The Minnesota Department of Agriculture recently reported that the state's agricultural exports rose 22 percent in 2010, outpacing the nation in growth and hitting the $5 billion mark for the second time since 2008.
The increase equates to more than $900 million from the 2009 total of $4.1 billion, with the top export commodities - soybeans, corn, wheat, red meat, dairy and poultry - accounting for 90 percent of Minnesota's total agricultural exports.
"We have been working really hard in the agricultural industry with the foreign markets, buyers and officials," MDA economist Su Ye said. "We have been promoting Minnesota and its quality agricultural products, and the efforts have paid off."
MDA Commissioner Dave Frederickson estimates that one-third of Minnesota's total agriculture production is exported. Agriculture is the state's second-largest exporting sector.
"These exports have a huge impact on our state's economic health," Frederickson said in a news release. "That's why it's important to continue our focus on maintaining and building export markets in the U.S. and overseas."
Ye said that in the past 30 years, and especially the last 10, China's wealth and ability to purchase has grown. Currently, China is the largest consumer of Minnesota's top agricultural export commodity - soybeans.
"They now have an open market for goods and services in China," Ye said. "There are more private enterprises and that plays a role in their economic growth."
From 2009 to 2010, soybean exports went up 46 percent, totaling $2.2 billion. Corn and corn product ($1.1 billion) rose nine percent.
Live animals and meat ($542 million) remained steady, while wheat and wheat products ($376 million) were up 4 percent. Feeds and fodder ($170 million) recorded an increase of 20 percent. Exports of dairy products ($153 million) grew by 38 percent, while poultry products ($105 million) were up 3 percent.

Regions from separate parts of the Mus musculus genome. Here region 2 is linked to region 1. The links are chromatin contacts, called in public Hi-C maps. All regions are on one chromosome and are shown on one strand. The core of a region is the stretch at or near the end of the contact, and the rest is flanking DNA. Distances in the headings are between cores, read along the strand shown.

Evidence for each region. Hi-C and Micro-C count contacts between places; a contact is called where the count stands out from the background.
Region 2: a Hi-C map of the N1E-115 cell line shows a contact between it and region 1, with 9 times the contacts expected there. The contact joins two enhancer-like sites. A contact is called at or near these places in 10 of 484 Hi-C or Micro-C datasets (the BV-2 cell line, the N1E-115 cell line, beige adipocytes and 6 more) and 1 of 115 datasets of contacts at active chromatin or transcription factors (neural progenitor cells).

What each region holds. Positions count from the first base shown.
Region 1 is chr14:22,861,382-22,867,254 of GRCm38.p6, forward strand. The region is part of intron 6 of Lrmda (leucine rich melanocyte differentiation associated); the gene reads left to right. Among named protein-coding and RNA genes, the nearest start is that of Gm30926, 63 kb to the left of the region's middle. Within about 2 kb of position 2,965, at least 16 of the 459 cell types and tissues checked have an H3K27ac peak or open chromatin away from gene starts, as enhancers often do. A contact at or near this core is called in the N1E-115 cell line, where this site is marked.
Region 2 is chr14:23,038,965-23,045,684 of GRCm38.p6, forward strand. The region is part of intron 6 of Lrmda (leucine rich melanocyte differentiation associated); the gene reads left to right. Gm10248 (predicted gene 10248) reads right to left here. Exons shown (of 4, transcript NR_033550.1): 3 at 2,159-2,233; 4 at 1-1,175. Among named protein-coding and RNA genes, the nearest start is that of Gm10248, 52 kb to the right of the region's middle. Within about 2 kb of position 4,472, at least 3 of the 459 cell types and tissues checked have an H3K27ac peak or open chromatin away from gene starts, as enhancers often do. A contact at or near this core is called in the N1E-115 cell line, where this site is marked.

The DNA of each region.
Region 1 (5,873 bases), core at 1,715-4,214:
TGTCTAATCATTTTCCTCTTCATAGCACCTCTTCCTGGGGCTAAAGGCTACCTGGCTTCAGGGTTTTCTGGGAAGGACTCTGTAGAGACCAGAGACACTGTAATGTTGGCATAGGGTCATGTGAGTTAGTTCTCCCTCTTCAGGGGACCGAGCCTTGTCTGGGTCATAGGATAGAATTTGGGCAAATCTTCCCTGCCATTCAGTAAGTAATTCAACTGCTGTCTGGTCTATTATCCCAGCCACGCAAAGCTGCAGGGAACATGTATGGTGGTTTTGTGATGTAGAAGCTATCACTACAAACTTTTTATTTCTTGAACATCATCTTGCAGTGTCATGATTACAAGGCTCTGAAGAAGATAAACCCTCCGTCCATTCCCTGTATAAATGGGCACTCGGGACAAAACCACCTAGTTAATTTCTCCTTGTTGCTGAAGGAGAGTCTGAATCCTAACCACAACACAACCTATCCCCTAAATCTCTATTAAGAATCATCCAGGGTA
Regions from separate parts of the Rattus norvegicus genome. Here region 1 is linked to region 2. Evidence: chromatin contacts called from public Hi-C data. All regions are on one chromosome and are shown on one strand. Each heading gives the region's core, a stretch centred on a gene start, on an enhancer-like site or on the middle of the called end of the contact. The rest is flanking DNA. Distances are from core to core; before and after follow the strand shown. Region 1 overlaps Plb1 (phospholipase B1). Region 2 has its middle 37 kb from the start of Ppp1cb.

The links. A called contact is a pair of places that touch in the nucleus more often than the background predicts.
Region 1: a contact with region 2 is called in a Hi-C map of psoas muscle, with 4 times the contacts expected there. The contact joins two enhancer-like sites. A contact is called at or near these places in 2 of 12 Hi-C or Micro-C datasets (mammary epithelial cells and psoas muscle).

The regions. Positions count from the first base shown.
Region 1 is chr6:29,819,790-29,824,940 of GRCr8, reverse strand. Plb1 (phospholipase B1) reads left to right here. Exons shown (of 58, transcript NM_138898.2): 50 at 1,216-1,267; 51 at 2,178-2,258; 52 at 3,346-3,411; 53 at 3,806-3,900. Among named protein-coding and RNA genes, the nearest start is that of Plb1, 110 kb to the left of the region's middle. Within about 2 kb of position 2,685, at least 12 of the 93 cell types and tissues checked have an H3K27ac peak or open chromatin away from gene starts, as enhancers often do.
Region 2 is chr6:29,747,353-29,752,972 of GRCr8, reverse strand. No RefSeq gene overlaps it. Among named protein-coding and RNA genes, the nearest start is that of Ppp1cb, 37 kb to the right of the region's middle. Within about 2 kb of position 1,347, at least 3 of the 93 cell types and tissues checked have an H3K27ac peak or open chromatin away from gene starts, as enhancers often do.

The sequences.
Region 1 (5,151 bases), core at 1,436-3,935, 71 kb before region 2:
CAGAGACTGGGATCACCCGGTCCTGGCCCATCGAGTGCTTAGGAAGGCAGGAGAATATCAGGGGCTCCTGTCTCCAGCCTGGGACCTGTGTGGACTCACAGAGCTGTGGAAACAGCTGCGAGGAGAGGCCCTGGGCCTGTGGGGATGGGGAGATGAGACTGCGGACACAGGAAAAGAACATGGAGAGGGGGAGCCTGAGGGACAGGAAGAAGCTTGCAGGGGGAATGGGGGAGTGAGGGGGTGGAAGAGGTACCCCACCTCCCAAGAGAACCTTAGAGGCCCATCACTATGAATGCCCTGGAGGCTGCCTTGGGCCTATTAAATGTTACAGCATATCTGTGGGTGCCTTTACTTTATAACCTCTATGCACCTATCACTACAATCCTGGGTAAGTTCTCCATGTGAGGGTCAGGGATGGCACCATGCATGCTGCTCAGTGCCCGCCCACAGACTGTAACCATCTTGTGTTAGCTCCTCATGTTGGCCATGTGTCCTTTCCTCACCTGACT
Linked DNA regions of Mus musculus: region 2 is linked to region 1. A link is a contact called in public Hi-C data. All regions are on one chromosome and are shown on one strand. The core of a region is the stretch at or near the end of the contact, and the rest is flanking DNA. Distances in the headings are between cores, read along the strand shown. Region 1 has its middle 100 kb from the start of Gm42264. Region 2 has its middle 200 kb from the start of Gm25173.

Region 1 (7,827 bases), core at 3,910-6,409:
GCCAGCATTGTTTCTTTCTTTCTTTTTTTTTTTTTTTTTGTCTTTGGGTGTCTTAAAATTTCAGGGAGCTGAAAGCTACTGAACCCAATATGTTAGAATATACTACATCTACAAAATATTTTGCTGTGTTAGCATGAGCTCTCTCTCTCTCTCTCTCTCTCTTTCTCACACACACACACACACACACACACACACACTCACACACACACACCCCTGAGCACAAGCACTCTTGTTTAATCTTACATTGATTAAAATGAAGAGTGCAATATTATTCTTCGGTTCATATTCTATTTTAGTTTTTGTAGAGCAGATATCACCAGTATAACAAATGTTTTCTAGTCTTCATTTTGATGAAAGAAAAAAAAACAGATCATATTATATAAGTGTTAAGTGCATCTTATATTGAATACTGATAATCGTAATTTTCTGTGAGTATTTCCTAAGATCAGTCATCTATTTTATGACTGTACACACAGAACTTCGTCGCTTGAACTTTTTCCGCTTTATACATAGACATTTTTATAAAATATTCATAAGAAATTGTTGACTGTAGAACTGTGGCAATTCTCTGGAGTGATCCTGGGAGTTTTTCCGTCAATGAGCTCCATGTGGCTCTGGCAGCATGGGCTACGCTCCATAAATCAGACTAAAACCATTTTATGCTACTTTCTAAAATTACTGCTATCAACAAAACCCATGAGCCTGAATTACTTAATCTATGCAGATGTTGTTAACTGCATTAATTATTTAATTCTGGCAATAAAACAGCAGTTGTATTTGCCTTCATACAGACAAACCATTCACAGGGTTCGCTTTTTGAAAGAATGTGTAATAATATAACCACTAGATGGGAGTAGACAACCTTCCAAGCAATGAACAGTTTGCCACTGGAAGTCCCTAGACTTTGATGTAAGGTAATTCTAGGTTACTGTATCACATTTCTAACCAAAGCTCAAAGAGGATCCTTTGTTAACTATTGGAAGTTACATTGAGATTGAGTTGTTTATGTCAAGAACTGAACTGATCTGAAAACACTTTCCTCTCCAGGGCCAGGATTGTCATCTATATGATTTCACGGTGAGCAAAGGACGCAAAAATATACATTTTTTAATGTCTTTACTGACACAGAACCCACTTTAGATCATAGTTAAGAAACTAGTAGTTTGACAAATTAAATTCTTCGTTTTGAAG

More than 40,000 jobs are supported either directly or indirectly by Minnesota agricultural exports, including 8,000 attributed to the Chinese market.
"The agricultural industry is the leader in job creation, in our ability to export," Ye said. "When you look at the population over there and the demand for food, especially a higher quality food, that's the driver and where the market grows. The Chinese market for soybeans grew almost 50 percent in one year, which is remarkable."
Japan, which suffered a devastating 8.9-magnitude earthquake and massive tsunami in March, is the state's biggest corn buyer. A large portion of Minnesota's soybean exports are also distributed to Japan.
"We know Japan has clearly suffered and they need our industry to feed them," Ye said. "It will take them awhile to recover, especially with the contamination and radiation in certain regions, so we have to be ready to pick up the demand that is not met by their domestic production."
Ye pointed out that the worst-affected areas in Japan were their agricultural regions and that crop and livestock testing has to be done to ensure safety.
"All the local products are being tested," Ye said. "Some are not passing and aren't allowed to be consumed. Japan is one of the countries that takes food safety seriously."
The upward trend has continued into 2011. According to Minnesota Quarterly Export statistics, state exports of cereals, mainly corn, to Japan were up 235 percent to $48 million, while soybean exports were up 132 percent to $36 million for the first quarter of 2011.
Mexico, Canada, Korea and Taiwan are also top export markets for Minnesota agriculture. First quarter statistics show that meat products were up 111 percent, with a high demand from South Korea for frozen meat, mostly beef and pork. Those figures grew by 563 percent, or $32 million.
"It's very impressive," Ye said. "And, I believe the trend will continue. At every opportunity, we'll certainly promote Minnesota. This state is a bright spot."